The large, four-quart size of this clay cocotte is ideal for creating an easy, flavorful, one-pot meal that will serve the whole family or a small group of friends. The high domed lid allows for air to circulate during cooking, while keeping heat and steam in. This adds all the flavor and juice that might evaporate into the oven right back into the meal. Cook tender, juicy meats and vegetables evenly in their own juices, with no burned bits that need to be scraped or scrapped. The dish can also be used to proof dough when baking bread.
When you first receive your new clay cocotte, we recommend that you rinse and soak it in water for about 15 minutes. After soaking, drain out the excess water, wipe with a clean cloth, and let air dry.
The first time you use your cocotte, it is recommended that you prepare a recipe without a lot strong seasonings. Robust seasonings such as pepper, curry, chilies, and hot sauces can impart their flavor into the unglazed clay lid of the baker, which will take some time to dissipate and could effect the flavor of subsequent meals. Instead, opt for a pot roast, chicken or root vegetables the first time you use your clay cooking pot. After about two to three uses, you can then start preparing meals with stronger spices and flavors, as over time, your clay baker will develop a patina which adds character to the pot and creates a nearly non-stick interior.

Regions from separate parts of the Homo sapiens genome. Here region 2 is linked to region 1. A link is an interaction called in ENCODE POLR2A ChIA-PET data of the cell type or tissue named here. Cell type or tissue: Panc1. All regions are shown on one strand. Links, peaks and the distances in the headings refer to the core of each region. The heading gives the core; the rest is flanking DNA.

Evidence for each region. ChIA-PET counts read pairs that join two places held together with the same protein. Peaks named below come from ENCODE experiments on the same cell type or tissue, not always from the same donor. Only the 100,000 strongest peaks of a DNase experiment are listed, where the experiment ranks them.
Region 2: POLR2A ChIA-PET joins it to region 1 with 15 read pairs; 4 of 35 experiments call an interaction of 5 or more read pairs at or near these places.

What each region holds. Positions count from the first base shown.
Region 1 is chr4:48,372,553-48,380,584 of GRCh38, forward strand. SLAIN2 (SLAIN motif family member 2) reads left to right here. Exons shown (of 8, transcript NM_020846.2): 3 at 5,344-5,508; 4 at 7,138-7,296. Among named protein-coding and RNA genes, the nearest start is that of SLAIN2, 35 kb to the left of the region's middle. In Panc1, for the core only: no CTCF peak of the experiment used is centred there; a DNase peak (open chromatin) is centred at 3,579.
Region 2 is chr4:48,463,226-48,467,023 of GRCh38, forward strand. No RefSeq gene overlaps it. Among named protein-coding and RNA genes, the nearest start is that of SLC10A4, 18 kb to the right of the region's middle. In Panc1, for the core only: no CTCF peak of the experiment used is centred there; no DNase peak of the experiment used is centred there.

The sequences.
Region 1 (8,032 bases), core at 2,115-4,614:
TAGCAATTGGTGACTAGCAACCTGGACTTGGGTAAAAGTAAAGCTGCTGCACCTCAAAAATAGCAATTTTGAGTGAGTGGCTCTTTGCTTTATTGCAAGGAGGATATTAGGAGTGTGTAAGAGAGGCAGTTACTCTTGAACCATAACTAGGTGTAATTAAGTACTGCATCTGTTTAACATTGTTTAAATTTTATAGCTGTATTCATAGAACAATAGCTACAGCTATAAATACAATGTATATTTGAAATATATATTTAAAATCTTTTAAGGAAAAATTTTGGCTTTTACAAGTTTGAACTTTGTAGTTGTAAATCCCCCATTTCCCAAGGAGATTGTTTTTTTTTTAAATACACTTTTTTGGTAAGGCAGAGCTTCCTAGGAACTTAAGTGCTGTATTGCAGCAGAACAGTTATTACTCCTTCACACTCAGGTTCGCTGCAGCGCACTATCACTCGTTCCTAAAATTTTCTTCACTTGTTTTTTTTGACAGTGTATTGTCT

How to use your cookware: Before each use, soak your cocotte for 10-20 minutes in water, submerging both top and bottom.
Place ingredients inside cocotte base. Set the oven temperature after the dish has been placed in cold oven, and allow the oven and the cocotte to heat slowly together.
Clay cocottes are not for use on an open flame or stovetop. Do not subject your dish to extreme temperature changes such as putting in cold water or on a cold surface (such as marble) straight from the oven. Place the cocotte on a hot pad or wooden cutting board to avoid drastic temperature changes.
Browning of the cocotte will occur with continued use and a patina develops. This does not affect the integrity of the dish.
Owing their name to the ancient Roman tradition of clay pot cooking, German company Romertopf, which translates to “Roman pot,” has been creating ceramic vessels since 1967. The clay for their bakers is extracted from Ransbach-Baumbach, a region in Western Germany known for its pottery and ceramics industry.
Terracotta cocotte for roasting meats, vegetables and one-pot meals, or baking breads. Glazed bottom for easy cleaning, with unglazed lid for moisture absorption and flavor. Holds 4 quarts.
- Large size makes meals for about 6 people
- Glazed bottom for easy cleaning
- Can be used to proof bread as well as make savory roasts
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